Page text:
Collider TKL Keyboard From Dark Matter Review
Monoprice has been a leader in the electronics business since 2002. They supply everything from ethernet cables to headphones and now gaming hardware. This last summer, Monoprice launched Dark Matter, their new gaming peripheral division. The Collider TKL keyboard is Dark Matter’s way to break into the competitive gaming hardware market.
The Collider is a standard plug-and-play TKL keyboard, and its simplicity works to its benefit. Given Monoprice’s focus on providing high-quality tech for less, it tracks that its gaming division would do the same.
This review will break down the keyboard itself, the design, experiences, software capabilities, and how it compares to its competitors. Let’s dive in.
Overview of the Dark Matter by Monopiece Collider TKL
The Dark Matter by Monoprice Collider TKL aims to deliver the core gaming features of the big brands at a reasonable price compared to its competitors. At $99, the Collider is an incredible value. The Collider is a standard plug-and-play TKL keyboard, and its simplicity works to its advantage.
- Switches – CherThus, making speed Silver (tested), Red, Brown, or Blue
- Lighting – Per-key RGB
- Onboard Storage – Two lighting profiles
- Media Keys – With Fn
- Connectivity – USB Type-A cable
- Cables – 6 feet (1.8m) USB-C to USB-A braided, detachable
- Additional Ports – None
- Keycaps – Doubleshot PBT plastic
- Software – Dark Matter Collider TKL
- Dimensions (LxWxH) – 14.2 x 5.2 x 1.4 inches (360 x 133 x 35mm)
- Weight – 2.1 pounds (950g)
Review on Design
The Collider comes with a closed, minimalistic design that takes out any of the extra buttons that could increase its size. For a ten-keyless design, this is important as it helps save space in gaming setups. While most TKL keyboards add in dedicated media keys, Monoprice decided against it. They made them into secondary commands by holding the fn key.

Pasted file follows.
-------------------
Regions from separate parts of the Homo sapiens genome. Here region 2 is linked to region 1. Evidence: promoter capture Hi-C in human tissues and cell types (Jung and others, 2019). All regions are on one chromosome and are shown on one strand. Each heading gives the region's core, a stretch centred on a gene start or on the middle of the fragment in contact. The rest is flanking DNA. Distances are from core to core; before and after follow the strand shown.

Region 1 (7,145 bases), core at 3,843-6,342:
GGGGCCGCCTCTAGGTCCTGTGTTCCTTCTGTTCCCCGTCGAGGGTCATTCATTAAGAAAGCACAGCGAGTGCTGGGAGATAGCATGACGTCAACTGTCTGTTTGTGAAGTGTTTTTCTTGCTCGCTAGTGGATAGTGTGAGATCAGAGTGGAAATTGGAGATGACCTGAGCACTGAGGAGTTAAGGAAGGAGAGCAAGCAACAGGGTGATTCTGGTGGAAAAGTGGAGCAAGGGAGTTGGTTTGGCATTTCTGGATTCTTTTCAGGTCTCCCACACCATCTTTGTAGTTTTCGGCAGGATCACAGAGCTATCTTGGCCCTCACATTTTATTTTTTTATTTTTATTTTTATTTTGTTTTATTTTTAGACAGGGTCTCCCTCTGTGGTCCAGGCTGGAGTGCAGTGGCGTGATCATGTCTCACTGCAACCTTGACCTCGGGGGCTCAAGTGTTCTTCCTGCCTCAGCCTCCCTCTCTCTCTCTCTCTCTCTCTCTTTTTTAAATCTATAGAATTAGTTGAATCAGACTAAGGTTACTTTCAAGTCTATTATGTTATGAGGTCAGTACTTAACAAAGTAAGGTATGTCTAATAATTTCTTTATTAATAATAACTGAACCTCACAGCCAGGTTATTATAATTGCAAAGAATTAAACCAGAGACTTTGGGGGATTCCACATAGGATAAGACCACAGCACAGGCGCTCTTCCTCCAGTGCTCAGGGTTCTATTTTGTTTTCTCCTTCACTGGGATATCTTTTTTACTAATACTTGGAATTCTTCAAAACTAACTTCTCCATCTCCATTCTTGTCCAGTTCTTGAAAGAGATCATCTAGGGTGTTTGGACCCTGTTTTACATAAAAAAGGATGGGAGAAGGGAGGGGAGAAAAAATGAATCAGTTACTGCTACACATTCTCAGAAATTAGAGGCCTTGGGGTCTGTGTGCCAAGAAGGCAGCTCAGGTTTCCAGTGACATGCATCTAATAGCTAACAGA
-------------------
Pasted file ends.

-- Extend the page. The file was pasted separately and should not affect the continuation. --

The key caps in use are pretty standard and look aesthetically pleasing, with each one being very readable. The cutouts are also clean and allow the built-in RGB lighting to shine through. This simple design is suitable for those who are not fans of the bolder, gaming-centric designs found on many of today’s gaming keyboards.
It’s an excellent fit for those who plan on using it for work or even for first-time PC builders. The Collider is a solid everyday type of keyboard.
Review on Experience
The Collider TKL comes with the choice of the main three Cherry MX key switches (Red, Blue, and Brown), as well as Cherry MX Speed Silver switches. These switches have a 1.2-millimeter actuation point and take 45 grams of force to operate. Thus making the keys light and responsive linear switch.
In terms of performance, the Speed Silvers provides an unforgivingly fast experience. Prepare for a few typing mistakes here and there if you’ve never used Speed Silvers or an optical switch before.
Despite the potential for typos, Monoprice nailed the ergonomics of the keyboard. They make typing on it exceptionally comfortable. The typing angle is just about perfect with the tilt feet engaged, even without a wrist rest. The keycaps themselves have a pleasant scoop in the middle that keeps the fingers centered and a texture that feels nice under the fingertips.
Review on Software Capabilities
All the advanced features the keyboard offers are controlled through the Dark Matter Collider TKL software. However, the Dark Matter gaming tech brand is still growing, and so there are still some bugs to be worked out. Once the bugs are sorted (which Monoprice is working on), it could be one of the best values on the market.
The software is divided into three key areas: Home, where you’ll choose your device. Device, where you’ll control lighting and programming. And Macro, where you’ll create and record new macros. The presentation of the software is simple but effective. Navigating through the software is easy.